Genus Species: Hyla chrysoscelis
Size: 1¼ - 2½”
Location: Found throughout Arkansas except possibly the northwest corner
Advertisement Call: Rattling trill, harsher than Gray Treefrog
Like its close cousin the Gray Treefrog, this guy can change color like a chameleon from gray to green with lots of camouflage blotches. They have the typical treefrog sticky toe pads. He is named in honor of Edward Cope (1840-1897), a noted American herpetologist.
The Cope’s males will begin calling in late April with a single vocal sac and will continue calling for several weeks. Although the Cope’s and Gray Treefrog are identical in appearance, their calls are different enough that females can tell them apart and thereby prevent interbreeding. Females will lay up to 2,000 eggs in large egg masses which break up into smaller groups and attach to vegetation. The eggs will hatch in three to seven days and develop into frogs in five or six weeks.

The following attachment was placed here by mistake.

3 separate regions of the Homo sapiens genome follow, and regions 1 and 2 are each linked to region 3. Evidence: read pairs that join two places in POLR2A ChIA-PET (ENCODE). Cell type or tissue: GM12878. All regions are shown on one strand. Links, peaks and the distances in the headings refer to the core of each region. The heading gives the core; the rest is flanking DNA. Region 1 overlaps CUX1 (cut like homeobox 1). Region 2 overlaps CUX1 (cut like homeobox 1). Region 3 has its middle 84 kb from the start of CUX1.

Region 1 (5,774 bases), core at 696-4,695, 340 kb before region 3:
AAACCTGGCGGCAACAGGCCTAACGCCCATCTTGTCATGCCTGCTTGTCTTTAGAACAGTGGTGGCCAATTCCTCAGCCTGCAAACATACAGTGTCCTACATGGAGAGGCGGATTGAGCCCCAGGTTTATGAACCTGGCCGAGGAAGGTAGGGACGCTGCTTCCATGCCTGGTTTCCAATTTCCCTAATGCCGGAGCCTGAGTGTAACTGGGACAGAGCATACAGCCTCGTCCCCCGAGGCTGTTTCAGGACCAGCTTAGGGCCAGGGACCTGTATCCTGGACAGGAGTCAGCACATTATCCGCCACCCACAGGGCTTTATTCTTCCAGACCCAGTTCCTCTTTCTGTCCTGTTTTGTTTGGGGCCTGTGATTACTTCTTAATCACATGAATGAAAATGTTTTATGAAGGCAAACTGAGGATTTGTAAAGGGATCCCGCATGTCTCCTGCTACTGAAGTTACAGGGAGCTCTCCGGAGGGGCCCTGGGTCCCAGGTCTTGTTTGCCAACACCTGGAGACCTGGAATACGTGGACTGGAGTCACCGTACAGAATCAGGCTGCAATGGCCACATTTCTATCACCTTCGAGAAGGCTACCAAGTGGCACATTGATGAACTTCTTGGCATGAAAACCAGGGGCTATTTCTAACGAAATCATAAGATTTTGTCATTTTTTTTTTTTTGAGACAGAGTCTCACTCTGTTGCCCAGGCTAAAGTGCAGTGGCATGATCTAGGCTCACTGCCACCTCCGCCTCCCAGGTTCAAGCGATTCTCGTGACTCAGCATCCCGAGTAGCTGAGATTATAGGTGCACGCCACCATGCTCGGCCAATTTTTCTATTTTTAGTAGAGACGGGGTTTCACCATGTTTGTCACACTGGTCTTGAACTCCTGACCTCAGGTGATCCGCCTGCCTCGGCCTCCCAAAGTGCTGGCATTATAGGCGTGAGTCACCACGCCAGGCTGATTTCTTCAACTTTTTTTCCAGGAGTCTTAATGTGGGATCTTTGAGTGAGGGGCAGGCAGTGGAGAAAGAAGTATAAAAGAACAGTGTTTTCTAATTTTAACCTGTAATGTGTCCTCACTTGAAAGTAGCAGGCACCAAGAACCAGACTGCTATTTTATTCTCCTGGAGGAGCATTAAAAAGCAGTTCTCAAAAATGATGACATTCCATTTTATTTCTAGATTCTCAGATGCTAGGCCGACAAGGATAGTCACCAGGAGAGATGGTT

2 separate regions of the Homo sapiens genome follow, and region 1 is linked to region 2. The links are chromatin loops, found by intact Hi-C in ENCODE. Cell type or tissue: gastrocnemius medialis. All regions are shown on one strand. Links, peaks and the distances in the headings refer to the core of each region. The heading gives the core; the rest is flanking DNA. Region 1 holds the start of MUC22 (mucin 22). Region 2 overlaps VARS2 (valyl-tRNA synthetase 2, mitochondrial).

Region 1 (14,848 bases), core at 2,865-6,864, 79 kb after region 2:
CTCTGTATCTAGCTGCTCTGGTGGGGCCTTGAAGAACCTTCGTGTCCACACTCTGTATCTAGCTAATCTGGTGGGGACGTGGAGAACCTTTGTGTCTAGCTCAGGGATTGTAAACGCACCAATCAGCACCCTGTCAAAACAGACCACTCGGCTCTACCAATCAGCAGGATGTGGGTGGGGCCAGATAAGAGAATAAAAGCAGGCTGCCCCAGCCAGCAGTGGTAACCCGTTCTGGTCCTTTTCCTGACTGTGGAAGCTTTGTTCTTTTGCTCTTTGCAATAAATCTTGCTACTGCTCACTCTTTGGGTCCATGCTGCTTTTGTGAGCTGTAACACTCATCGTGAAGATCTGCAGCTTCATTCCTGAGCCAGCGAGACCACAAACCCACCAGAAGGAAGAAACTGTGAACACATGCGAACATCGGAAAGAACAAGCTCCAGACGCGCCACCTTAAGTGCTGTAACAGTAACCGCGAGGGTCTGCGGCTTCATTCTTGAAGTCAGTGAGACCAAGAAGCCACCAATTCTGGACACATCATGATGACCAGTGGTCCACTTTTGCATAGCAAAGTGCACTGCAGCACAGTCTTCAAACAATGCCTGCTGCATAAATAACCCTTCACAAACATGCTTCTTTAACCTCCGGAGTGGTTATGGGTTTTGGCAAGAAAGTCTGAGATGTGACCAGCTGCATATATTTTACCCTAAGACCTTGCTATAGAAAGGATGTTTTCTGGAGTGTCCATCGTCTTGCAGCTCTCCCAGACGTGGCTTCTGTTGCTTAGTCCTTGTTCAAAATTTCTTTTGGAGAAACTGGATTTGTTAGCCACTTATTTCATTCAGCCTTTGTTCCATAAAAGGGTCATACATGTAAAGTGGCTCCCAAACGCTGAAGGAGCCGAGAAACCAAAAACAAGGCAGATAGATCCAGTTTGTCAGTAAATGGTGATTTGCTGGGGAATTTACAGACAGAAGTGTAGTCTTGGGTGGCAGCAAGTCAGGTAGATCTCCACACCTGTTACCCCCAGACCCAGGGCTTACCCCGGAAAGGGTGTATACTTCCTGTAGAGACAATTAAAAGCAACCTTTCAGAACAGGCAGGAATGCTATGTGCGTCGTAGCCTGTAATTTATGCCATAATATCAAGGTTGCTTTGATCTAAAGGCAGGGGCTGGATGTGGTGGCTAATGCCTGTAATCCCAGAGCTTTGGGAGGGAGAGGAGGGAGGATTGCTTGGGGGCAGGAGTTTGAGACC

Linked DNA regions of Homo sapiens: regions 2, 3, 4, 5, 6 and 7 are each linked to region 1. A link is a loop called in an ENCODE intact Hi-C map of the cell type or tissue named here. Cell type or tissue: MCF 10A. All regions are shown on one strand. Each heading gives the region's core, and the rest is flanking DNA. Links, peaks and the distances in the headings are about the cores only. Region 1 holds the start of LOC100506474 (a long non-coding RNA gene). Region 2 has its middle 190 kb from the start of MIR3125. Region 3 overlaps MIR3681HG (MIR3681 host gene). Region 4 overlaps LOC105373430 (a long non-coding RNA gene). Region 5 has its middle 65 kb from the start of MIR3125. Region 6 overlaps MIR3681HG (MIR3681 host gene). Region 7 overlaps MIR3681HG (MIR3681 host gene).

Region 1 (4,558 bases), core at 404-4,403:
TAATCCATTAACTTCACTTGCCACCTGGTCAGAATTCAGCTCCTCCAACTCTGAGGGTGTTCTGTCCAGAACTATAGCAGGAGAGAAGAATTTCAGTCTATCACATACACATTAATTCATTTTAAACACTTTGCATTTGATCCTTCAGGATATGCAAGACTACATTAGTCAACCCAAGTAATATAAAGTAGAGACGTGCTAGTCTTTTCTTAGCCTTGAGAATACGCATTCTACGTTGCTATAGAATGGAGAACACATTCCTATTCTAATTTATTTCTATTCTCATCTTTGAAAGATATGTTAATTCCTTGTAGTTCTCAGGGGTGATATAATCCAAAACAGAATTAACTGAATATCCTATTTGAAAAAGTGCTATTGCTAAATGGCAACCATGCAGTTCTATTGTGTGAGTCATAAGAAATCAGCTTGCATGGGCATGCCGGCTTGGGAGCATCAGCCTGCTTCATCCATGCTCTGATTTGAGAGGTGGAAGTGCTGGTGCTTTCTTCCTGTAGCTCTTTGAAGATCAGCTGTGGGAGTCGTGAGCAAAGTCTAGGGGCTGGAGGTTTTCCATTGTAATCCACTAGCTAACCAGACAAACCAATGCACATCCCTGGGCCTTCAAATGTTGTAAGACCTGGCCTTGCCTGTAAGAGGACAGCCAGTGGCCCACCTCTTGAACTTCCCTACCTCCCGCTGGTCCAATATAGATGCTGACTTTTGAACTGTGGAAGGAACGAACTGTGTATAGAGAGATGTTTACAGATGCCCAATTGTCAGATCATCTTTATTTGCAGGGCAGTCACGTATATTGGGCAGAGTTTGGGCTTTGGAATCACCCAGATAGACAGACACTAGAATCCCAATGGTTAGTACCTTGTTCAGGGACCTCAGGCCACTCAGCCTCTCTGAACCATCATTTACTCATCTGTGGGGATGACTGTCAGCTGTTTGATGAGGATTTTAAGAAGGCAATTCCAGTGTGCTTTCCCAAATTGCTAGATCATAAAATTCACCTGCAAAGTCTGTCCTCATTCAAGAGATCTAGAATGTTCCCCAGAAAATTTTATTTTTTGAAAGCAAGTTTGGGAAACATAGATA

Interesting Fact: This frog will depend on its camouflage until the last possible instant. Then they will leap out of harm’s way. There are orange flash markings on the frog’s groin that show when it jumps, but not otherwise. So during the retreat leap, the predator is distracted by an orange flash that quickly disappears again (along with the frog).
The Cope’s Gray Treefrog is in the Hylidae (Treefrog) family and is a New Frog (Neobatrachia). Their skin is somewhat rough for a frog, but not nearly as rough as a toad.
Click for more about Cope’s Gray Treefrogs at Herps of Arkansas.